What a crazy 24 hours! Left Jakarta yesterday with Nossi to catch the 11:30am flight to Surabaya. After the 1 and a half hour flight, we arrived at Surabaya airport, and immediately got a bus to the bus station. Scenes of chaos greeted us as we arrived. Touts pulled at my shirt, shouted, begged for our custom, and generally did everything in their power to confuse us and get us to part with our money. I’m well accustomed to this kind of trickery by now, but every so often a new scam fools me. A pack of touts surrounded us and escorted us to Terminal 6, where we could get a bus to Probolinggo. The bus looked incredibly shoddy, and I realised that it must be a local bus, riddled with thieves. We managed to break through the pack and got into the shelter of the main foyer, where touts are kept at bay by long wooden sticks waved by the local Military. Grabbing a bite to eat, a simple chicken curry dish, we befriended one of the guards, who took a liking to me as I was clothed in my beloved England shirt. He told us the next bus would leave from terminal 2, and it was a Patas bus. We waited 20 minutes inside the station, and I watched the packs of touts lunging over the invisible line at everybody walking out of the station. Their faces were desperate, sneaky,hungry. It was an interesting yet somewhat depressing sight. We boarded our bus.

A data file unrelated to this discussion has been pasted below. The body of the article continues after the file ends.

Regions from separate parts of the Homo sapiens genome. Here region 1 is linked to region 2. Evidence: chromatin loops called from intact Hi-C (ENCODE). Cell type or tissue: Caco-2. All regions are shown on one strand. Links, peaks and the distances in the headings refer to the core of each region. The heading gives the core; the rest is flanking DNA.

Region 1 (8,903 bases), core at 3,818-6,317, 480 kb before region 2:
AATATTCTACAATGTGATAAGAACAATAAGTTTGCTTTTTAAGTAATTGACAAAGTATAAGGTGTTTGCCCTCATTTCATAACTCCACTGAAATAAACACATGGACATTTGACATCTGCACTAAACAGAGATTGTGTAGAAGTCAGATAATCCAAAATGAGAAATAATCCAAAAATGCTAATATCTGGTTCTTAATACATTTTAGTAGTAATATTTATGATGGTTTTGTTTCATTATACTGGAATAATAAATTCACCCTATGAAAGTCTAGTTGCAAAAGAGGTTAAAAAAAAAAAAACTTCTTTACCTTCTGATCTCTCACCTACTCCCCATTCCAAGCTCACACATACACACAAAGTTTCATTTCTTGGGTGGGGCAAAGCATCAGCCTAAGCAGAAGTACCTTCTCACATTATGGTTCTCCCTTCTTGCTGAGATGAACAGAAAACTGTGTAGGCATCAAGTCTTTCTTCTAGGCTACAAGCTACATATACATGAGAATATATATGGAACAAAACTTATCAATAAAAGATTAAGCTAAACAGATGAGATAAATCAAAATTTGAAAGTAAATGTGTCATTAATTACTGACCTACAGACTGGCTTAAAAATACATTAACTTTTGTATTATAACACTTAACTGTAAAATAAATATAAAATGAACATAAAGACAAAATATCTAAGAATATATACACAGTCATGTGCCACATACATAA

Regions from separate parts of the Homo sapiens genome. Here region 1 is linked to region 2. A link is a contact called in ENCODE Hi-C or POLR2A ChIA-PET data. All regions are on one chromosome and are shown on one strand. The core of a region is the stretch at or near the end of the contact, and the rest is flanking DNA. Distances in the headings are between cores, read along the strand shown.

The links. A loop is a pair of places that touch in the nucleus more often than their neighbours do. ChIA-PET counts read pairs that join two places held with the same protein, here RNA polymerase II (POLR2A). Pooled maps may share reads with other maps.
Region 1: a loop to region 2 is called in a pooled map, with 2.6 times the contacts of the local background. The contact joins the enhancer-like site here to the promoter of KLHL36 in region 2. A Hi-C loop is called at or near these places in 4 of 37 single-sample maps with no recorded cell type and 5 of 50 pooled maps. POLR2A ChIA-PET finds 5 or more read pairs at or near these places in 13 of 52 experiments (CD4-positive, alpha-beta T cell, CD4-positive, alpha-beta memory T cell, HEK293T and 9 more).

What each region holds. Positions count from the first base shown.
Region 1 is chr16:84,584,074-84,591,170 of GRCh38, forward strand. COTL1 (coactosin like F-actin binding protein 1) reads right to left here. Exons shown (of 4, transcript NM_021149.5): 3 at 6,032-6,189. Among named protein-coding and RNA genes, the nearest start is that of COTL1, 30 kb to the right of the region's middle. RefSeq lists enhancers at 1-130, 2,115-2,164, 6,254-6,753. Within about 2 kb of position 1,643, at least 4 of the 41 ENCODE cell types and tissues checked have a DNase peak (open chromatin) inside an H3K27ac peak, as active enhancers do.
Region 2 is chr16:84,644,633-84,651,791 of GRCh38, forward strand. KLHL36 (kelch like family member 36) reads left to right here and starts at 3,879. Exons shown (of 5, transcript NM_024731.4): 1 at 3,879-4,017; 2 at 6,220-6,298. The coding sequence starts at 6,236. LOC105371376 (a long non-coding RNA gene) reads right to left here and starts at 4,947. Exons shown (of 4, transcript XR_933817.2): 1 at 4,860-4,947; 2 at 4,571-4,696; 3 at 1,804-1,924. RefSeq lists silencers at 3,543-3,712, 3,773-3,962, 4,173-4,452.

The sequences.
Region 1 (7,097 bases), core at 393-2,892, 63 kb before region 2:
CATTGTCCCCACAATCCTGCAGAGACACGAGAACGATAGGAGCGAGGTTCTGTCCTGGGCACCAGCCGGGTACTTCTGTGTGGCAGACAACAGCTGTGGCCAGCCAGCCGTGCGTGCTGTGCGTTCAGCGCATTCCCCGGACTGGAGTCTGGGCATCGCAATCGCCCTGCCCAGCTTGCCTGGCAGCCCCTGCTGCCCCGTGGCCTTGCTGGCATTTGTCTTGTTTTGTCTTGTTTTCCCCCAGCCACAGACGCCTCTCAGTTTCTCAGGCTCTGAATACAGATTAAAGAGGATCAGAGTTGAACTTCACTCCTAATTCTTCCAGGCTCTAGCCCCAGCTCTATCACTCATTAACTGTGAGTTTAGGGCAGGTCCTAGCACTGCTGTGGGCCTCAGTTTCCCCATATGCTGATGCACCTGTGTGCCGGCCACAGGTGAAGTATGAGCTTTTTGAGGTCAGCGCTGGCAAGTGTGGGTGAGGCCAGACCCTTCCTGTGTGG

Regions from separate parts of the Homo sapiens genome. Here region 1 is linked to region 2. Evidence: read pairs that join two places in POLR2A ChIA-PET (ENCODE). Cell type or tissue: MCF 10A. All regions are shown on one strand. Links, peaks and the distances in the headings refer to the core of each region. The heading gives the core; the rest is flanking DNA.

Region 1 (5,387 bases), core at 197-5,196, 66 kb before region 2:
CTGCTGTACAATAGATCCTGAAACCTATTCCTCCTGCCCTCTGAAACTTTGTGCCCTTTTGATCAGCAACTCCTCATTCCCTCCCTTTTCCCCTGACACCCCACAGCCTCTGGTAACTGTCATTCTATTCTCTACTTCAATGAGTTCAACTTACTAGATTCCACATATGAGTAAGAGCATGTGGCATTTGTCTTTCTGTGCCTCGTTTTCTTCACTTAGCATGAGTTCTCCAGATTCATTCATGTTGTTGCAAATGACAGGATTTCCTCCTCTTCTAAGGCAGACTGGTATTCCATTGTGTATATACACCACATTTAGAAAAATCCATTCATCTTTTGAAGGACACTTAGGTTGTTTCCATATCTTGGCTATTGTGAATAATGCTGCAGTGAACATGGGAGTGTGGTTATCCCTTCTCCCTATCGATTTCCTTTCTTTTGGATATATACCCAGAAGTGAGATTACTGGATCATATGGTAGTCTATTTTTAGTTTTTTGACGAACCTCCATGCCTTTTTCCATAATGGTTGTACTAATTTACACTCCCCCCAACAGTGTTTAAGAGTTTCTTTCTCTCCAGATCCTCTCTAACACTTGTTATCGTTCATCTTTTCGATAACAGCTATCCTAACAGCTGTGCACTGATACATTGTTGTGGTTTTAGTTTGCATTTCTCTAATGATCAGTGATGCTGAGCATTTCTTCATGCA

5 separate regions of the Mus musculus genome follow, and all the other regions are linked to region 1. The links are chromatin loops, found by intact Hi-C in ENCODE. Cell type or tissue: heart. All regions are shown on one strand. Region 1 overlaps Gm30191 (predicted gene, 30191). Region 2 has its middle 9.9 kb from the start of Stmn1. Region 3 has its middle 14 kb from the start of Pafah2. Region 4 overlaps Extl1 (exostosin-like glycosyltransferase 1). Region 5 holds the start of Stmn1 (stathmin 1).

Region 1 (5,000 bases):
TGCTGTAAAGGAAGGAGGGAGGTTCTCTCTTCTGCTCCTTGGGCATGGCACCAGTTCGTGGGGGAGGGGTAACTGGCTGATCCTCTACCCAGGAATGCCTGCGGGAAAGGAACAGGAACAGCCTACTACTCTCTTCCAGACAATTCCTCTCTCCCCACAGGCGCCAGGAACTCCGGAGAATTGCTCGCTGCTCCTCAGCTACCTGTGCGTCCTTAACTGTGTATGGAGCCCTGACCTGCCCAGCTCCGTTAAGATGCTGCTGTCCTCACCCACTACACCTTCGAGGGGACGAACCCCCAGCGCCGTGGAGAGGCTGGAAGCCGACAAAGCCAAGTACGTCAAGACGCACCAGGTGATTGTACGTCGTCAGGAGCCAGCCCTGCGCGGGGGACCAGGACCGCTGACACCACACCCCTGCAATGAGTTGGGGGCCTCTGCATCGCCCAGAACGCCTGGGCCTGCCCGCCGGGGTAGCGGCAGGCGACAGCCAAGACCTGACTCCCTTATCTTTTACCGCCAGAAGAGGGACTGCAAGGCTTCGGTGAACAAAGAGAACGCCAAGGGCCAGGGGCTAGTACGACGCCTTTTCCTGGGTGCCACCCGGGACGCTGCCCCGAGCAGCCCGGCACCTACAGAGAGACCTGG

On the bus, we were treated to a great variety of entertainment, before the bus had even left the the station. Peanut sellers, trinket sellers, teh botel sellers, ‘musicians’, beggars with a variety of ailments parading outside, it was definitely worth the price of the bus ticket. It was a typically hair-raising journey of breakneck speeds and then infuriatingly slow crawls, and my air-conditioning wasn’t working. Why does that always happen to me? We got to Probolinggo, as it was getting dark. There was no action in the bus station, only a few people milling around, and nobody knew anything about a bus or pretended they knew nothing, staring down into their mie goreng and refusing to engage me in conversation even in bahasa. We waited an hour, now it was dark. We needed to get there soon to secure lodgings and book a tour for the next morning before everyone went to bed. A few extremely dodgy-looking private car ‘drivers’ told us they’d take us, no meters, and just a set price, which I can’t remember now but I do remember that even my Indonesian companion couldn’t bargain them down. No doubt I was the problem. We took a chance and rode the rocky route to the lodges of Gunung Bromo, and managed to get a room in the Lava View Lodge. It was freezing outside. We had enough time to have some garlic meats and a tea, in a restaurant where, as in such places in Indonesia, locals are always hanging around hoping to be guides for the next day. We bargained with one such man, who seemed decent, and, satisfied, returned to the freezing lodge and slept fully clothed and with extra socks on. Made it!